I like to kick BT as much as the next man, but you have to get your own house in order first! If you pick up the handset and can hear noise on it, how exactly do you expect ADSL to work fast on it??? Do the checks, make sure your wiring is in order, then report it if its still a problem and BT will come out and fix it!

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@AC 9:6

"Those who choose to live in the sticks normally drive 4x4s "

Actually, we don't; nor do we all drive tractors. In fact, by far the majority of 4x4 drivers live in nice comfortable suburbs. These are also the same smug twerps that buy all the spare housing in villages, pushing up the prices so that the locals can't afford to do so, and don't spend any money in the area, so all of the local facilties get closed down.

Then when they do go down for their 3 weekends a year, they bitch like hell, because some town / city council has done a deal with the rural council to dump all of their waste in that area. What pisses me off is that I am having to pay extra on my council tax because the unitary authority is accepting waste from a city 100 miles away. In other words, I am subsidising your garbage. And I would also suspect that I am subsiding your clean drinking water.

"Access to 2Mbit broadband is not exactly essential"

It could also be argued that electricity is not essential. But in the modern world, both things are now seen as important to the functioning of a civilised society.

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RE: Not so "New" Labour

Raymond Cranfill wrote: "For a country that gave the world the Industrial Revolution, the steam engine, the transAtlantic cable, Adam Smith and the like, it's truly sad to see the state of broadband in Merry Olde England."

Except Adam Smith didn't come from "Merry Olde England", did he? He came from Scotland, as any fule kno

...and as Wikipedia (rightly) says: "The history of the steam engine stretches back as far as the first century AD; the first recorded rudimentary steam engine being the aeolipile described by Hero of Alexandria". Once again, nothing to do with "Merry Olde England"!

Besides, I don't think this budget affects only England. Last I looked it was the UK Chancellor who made the UK budget and that includes Wales, Northern Ireland and Scotland as well.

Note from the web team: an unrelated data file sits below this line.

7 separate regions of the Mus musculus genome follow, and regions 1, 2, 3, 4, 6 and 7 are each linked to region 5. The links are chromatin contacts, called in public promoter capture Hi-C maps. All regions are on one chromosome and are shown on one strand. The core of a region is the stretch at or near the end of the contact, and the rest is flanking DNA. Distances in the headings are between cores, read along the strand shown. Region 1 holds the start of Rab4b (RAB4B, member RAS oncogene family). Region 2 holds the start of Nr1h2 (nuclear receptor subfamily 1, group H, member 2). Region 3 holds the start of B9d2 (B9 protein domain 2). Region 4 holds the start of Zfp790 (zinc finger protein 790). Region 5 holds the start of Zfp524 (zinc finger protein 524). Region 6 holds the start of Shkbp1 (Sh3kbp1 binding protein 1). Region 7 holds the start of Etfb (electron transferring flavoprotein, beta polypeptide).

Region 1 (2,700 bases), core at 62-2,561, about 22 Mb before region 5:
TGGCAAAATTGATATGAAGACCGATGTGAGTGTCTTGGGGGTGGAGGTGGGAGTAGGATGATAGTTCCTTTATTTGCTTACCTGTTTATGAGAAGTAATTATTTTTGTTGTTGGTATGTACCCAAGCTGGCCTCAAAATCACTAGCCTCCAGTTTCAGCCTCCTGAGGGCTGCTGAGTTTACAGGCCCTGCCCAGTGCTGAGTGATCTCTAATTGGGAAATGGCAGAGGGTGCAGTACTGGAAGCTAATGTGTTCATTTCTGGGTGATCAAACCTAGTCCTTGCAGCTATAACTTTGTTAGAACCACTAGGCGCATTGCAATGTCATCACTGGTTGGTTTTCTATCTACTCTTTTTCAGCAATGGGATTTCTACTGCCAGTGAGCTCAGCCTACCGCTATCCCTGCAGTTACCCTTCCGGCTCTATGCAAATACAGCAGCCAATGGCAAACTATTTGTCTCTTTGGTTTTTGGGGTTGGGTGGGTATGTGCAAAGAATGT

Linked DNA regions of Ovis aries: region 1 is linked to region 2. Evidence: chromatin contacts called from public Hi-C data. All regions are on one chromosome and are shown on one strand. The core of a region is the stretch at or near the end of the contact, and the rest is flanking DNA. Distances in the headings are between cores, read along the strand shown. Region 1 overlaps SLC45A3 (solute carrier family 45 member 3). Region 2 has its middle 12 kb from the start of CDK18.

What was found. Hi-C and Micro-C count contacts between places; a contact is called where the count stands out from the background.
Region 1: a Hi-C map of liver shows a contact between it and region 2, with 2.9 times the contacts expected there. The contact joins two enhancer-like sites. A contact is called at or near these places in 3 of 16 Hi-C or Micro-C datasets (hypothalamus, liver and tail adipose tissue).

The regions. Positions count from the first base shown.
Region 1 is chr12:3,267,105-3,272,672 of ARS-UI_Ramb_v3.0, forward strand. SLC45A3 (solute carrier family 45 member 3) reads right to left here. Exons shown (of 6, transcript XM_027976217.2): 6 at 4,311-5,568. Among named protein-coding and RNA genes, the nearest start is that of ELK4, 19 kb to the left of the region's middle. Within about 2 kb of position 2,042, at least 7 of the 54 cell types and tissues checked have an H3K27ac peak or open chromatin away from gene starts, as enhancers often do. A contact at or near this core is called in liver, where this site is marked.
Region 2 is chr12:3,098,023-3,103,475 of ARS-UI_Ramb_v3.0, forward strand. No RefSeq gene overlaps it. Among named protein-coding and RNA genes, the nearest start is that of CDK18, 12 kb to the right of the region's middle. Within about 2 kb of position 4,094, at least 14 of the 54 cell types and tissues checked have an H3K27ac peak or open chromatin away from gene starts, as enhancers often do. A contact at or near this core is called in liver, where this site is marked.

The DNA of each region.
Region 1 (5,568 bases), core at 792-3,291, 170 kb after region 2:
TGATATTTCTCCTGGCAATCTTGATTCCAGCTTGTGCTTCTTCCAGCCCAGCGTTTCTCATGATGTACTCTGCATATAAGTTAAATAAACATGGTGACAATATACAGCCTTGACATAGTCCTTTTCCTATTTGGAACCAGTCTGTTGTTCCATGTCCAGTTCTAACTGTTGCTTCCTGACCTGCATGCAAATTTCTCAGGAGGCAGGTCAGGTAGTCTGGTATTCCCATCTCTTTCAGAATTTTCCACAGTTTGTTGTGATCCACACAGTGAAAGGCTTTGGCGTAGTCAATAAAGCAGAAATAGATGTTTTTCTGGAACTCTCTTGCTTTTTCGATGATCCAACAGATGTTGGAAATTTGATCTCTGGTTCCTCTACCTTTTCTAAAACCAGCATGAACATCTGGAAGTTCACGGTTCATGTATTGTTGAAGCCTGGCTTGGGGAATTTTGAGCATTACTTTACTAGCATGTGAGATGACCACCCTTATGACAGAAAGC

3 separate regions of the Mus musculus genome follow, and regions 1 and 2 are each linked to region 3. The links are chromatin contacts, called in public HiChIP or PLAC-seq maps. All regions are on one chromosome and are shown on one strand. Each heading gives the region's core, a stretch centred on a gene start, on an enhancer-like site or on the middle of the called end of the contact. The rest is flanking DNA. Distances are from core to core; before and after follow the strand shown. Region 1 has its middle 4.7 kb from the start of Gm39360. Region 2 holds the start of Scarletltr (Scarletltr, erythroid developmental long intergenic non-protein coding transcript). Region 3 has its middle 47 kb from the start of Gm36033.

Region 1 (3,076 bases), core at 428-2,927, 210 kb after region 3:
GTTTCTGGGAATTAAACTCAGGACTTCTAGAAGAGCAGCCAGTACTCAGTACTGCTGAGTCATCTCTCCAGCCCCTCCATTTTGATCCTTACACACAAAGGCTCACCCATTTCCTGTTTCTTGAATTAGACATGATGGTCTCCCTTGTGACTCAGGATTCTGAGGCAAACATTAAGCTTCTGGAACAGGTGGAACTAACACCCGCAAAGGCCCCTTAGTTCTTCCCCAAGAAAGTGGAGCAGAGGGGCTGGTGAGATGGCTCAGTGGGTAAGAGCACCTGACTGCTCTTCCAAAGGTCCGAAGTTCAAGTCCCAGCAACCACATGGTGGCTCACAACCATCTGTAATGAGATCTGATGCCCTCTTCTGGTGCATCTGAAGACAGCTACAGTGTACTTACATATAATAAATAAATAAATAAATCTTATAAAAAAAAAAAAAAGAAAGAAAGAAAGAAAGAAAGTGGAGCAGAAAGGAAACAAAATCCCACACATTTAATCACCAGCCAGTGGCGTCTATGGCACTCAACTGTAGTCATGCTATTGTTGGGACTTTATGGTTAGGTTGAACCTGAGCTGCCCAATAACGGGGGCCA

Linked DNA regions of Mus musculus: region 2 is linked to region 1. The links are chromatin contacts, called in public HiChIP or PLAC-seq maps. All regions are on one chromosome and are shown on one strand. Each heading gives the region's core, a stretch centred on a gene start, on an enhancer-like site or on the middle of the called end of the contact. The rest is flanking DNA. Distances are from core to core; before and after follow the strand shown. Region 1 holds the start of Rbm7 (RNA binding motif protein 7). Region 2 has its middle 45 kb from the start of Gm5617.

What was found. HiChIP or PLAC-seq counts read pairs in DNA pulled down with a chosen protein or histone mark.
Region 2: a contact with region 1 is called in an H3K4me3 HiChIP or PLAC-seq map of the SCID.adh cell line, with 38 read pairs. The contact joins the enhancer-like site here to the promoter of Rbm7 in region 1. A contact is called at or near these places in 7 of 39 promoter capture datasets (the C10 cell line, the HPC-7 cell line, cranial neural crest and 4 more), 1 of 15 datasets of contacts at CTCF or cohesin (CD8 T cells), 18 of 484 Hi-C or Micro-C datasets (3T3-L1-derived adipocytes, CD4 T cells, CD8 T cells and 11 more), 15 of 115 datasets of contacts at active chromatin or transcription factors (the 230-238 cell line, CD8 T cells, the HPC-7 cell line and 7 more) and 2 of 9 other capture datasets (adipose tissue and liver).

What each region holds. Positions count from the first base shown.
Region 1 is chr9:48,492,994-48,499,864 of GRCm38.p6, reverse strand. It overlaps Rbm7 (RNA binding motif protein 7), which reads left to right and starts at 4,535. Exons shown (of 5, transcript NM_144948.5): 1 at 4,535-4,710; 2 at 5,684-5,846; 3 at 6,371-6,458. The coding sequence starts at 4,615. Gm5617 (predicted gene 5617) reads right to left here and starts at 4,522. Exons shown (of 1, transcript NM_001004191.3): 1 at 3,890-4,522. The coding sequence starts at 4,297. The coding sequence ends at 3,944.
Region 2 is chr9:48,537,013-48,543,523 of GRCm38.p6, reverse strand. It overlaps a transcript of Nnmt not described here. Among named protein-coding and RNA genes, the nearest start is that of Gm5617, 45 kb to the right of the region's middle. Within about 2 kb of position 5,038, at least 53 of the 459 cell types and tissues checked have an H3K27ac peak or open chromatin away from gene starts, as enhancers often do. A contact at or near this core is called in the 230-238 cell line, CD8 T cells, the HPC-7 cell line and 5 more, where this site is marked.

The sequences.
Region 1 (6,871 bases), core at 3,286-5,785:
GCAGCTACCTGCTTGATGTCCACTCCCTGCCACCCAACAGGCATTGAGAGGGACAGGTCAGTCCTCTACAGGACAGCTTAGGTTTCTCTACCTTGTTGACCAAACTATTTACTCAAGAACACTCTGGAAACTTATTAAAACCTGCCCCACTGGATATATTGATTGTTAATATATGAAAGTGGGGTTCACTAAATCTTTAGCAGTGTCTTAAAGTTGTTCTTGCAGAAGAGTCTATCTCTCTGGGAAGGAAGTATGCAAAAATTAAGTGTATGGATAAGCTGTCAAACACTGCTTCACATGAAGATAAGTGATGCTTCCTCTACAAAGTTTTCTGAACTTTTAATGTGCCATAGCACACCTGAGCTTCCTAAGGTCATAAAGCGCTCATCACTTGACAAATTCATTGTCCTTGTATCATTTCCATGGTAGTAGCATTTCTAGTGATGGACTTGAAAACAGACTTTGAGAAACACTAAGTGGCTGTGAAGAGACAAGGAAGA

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@ Flatspot

Hmmm thanks for that

Thing is both houses are only 2 years old and there is only one Master Socket in the building

No extns, we both have cordless phones.

I have a wireless router and he has a wired router.

We have researched the problem, and BT "DID" confirm that he could only have a 1meg connection.

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@Raymond Cranfill

But then the problem is that in the sticks they get bad internet access. Competition doesn't exist when something isn't profitable which is why BT are the only provider in some parts of the country.

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@Raymond Cranfill

Are you under the impression that BT and offcom are the same? And that BT are state owned? Neither is true.

BT is a private company, the former incumbent nationalised provider, but sold to the public by the Milk Snatcher and bought up by people who didn't realise that it belonged to them all along...

Offcom is a regulator. Regulators are essential in privatised service industries to stop companies taking the piss out of their customers (to prevent too high prices for comodities that can't be purchsed elsewhere etc.)

Also, where you live, in San Fran is a highly populated area, no? What happens when you go out to mom and pop's farm in the sticks? Can you still get all of the broadband options there? No, you can't.

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sam

A right to broadband? wtf...

People choose where they live. No one in the UK is stuck in a particular area.

If you want to move, you make sacrifices.

You rent, you move away from your friends, you adjust to a new pace and style of life.

Poor access to services is an implict part of the deal when living in the countryside. It simply doesnt make economic sense to provide them.

If someone in a rural area wants access to high speed broadband, they should be willing to pay a price reflecting the cost of that provision, and should decide if its worth it. Nothing stops a local interest group all pitching in for a microwave link, instead of lobbying central government for more subsudies for thier unsustainable lifestyle.

Grow some balls and move, accept the realities of your environment, or do something to change them. The countryside is a money sink anyway.

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@sam

Yes that's right, it's perfectly possible for a farmer to commute to his (or her) farm from the nearest city.

We're not talking about people who have chosen to move to locations, they are already there, as are their jobs, families and communities. It would be perfectly possibly for BT to turn around and say that they can't be bothered with supplying anything to these communities becuase it's not financially viable. While we're at it, why should they have buses, trains, electricity, water, sewage services all of which aren't financially viable outside major population centres. Broadband or realisticly fast access to the internet is becoming more and more essential to daily life as more and more services are becoming internet based. Dialup doesn't really cut it these days as lots of web sites are being made lazily and shifting large ammounts of data about.